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Changes to key housing bill will give local governments in California more control over the money

State Sen. Toni Atkins (D-San Diego) (Gary Friedman / Los Angeles Times)
State Sen. Toni Atkins (D-San Diego) (Gary Friedman / Los Angeles Times)

Cities and counties will have more control over money designed to help the state combat its housing affordability crisis under amendments to key legislation unveiled Tuesday.

SB 2 from state Sen. Toni Atkins (D-San Diego) would charge a $75 fee on mortgage refinances and other real estate transactions and funnel the money to housing subsides. The fee, which would raise roughly $250 million a year, wouldn’t be charged on home or commercial property sales.

Under the changes made to the bill Tuesday, local governments will receive half the money in the first year to update blueprints that guide neighborhood development to speed up community planning. The state Department of Housing and Community Development would receive the remainder to fund homeless housing efforts. In later years, the state would award most of the dollars to cities and counties to finance the construction of low-income housing development.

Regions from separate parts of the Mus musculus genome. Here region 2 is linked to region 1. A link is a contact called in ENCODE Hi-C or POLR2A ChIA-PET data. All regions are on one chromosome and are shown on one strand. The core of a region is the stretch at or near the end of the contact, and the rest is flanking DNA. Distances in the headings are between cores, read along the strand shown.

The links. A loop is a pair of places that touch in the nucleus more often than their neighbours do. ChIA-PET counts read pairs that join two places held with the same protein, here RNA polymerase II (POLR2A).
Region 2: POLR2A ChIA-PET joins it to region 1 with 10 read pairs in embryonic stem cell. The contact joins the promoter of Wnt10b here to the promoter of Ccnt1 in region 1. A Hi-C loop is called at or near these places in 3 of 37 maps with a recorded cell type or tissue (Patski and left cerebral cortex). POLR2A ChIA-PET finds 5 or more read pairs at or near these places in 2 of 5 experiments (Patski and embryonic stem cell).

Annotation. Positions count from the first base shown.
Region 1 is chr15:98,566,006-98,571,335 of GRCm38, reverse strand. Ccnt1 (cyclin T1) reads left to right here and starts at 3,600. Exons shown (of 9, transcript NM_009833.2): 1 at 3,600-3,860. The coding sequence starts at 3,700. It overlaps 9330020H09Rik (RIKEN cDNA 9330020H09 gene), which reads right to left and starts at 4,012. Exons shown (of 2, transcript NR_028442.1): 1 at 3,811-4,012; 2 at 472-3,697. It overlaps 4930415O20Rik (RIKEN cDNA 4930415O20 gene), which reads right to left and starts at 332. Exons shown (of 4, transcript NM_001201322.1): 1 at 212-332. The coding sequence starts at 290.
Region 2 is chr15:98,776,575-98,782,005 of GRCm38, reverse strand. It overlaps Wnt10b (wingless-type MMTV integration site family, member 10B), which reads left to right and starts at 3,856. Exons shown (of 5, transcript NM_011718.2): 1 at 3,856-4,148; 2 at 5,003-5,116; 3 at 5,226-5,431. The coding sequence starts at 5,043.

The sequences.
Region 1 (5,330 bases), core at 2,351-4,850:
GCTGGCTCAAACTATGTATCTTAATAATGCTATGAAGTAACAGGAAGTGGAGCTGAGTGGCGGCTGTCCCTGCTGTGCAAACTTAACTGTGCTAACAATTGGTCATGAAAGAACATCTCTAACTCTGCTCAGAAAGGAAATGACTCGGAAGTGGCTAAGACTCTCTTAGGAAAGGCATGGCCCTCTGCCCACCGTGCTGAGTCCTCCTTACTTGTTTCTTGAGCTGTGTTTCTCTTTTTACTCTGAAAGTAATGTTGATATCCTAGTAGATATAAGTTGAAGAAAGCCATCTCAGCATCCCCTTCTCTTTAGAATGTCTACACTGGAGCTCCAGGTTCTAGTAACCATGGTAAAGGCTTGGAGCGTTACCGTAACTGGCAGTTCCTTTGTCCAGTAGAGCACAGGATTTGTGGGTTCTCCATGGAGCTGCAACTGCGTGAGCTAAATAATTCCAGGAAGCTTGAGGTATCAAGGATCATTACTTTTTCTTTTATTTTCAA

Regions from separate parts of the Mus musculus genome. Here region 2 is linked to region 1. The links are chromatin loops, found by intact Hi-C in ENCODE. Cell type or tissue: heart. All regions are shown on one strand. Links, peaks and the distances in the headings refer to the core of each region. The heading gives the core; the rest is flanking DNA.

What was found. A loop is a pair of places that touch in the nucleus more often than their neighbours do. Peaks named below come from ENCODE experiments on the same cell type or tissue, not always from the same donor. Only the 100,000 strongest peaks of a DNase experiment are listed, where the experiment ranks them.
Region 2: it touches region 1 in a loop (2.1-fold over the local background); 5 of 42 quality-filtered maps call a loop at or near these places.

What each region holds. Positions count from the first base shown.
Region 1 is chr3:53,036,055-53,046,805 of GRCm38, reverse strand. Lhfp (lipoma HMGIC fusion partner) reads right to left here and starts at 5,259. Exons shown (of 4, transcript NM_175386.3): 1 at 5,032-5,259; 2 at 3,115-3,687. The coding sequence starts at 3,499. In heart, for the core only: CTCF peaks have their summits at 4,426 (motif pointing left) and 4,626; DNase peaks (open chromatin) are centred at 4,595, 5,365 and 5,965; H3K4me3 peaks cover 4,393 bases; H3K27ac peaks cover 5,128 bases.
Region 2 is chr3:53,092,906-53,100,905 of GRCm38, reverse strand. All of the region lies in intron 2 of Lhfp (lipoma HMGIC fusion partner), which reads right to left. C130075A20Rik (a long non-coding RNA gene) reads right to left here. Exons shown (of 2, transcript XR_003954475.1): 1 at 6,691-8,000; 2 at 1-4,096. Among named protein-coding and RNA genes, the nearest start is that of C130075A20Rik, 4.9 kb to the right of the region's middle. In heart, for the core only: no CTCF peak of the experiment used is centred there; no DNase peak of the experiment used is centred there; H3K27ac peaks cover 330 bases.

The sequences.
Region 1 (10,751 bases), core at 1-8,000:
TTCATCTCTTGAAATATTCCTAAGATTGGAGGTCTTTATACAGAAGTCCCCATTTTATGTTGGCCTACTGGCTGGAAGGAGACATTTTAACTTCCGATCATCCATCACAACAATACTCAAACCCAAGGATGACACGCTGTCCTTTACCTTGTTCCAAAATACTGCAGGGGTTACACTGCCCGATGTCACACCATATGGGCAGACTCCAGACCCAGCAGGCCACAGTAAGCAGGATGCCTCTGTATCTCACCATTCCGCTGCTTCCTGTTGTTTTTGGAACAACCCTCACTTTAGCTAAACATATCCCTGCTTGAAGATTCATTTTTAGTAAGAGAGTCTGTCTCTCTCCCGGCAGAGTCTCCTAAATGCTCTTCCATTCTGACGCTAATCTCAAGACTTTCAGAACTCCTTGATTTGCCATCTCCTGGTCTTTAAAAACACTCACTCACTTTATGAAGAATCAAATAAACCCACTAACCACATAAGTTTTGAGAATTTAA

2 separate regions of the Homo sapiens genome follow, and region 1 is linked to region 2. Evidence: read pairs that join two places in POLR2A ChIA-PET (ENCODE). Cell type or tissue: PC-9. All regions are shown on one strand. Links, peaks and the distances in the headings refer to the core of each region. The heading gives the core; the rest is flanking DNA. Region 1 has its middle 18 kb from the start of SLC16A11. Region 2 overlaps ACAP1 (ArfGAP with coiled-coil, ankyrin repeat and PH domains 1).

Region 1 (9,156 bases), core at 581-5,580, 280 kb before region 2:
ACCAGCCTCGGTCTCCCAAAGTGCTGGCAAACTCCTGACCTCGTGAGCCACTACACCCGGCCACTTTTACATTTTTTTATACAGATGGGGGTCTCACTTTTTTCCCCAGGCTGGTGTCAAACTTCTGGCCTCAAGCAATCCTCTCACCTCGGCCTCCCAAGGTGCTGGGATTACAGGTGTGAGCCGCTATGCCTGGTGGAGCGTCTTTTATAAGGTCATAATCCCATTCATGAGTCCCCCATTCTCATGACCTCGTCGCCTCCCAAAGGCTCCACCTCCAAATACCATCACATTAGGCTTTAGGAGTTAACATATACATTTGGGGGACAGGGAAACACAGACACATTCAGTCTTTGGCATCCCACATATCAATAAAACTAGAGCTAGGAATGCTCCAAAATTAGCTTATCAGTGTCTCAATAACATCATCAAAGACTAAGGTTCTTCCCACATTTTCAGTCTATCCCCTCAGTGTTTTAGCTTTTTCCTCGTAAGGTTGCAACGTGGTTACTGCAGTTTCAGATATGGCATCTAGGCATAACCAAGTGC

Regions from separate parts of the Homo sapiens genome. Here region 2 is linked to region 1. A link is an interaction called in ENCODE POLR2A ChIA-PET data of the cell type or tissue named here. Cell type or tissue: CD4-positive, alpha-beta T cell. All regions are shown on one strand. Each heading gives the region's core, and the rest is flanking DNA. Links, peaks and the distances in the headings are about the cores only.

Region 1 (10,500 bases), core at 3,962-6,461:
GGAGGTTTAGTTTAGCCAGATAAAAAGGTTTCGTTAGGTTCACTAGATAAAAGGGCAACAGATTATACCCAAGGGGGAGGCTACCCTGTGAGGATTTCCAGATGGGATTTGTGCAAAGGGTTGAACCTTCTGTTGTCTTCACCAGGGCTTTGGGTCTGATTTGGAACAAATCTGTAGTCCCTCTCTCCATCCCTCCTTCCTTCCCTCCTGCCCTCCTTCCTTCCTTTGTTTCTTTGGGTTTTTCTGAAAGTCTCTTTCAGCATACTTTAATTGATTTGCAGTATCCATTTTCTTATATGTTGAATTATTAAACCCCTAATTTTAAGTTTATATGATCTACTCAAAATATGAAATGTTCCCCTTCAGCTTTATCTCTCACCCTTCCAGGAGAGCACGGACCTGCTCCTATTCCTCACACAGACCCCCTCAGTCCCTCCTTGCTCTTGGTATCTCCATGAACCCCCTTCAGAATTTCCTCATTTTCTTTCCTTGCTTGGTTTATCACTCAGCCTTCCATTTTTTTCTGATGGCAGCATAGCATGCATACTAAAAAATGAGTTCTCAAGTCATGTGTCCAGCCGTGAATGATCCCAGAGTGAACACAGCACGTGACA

The changes are designed to address concerns from some skeptical Democrats in the Assembly about raising fees on homeowners. The measure requires a two-thirds supermajority vote to pass and is considered the most fragile of the main bills in a package of legislation aimed at addressing the state’s housing problems

At a news conference Monday before the amendments were released, Atkins said she had not yet secured enough support for her bill but was working on changes. The state’s housing problems, she said, required lawmakers to act now.

“If we don't get started in a serious way with each and every one of these pieces of legislation, we will have more than a crisis on our hands,” Atkins said. “We will have a humanitarian crisis of proportions you have never seen.”

Changes to other bills in the housing package also were released Tuesday morning. They were memorialized in a deal announced Monday evening between Gov. Jerry Brown and legislative leaders to support a $4-billion bond on the 2018 ballot to fund low-income housing projects and subsidize home loans for veterans. There also were minor changes to a bill designed to ease local regulations on home building.

Lawmakers could take up all the housing bills as soon as Friday. But Brown and top lawmakers have not announced they’ve reached an agreement on an entire package, nor that they’ve secured the votes for it to pass.

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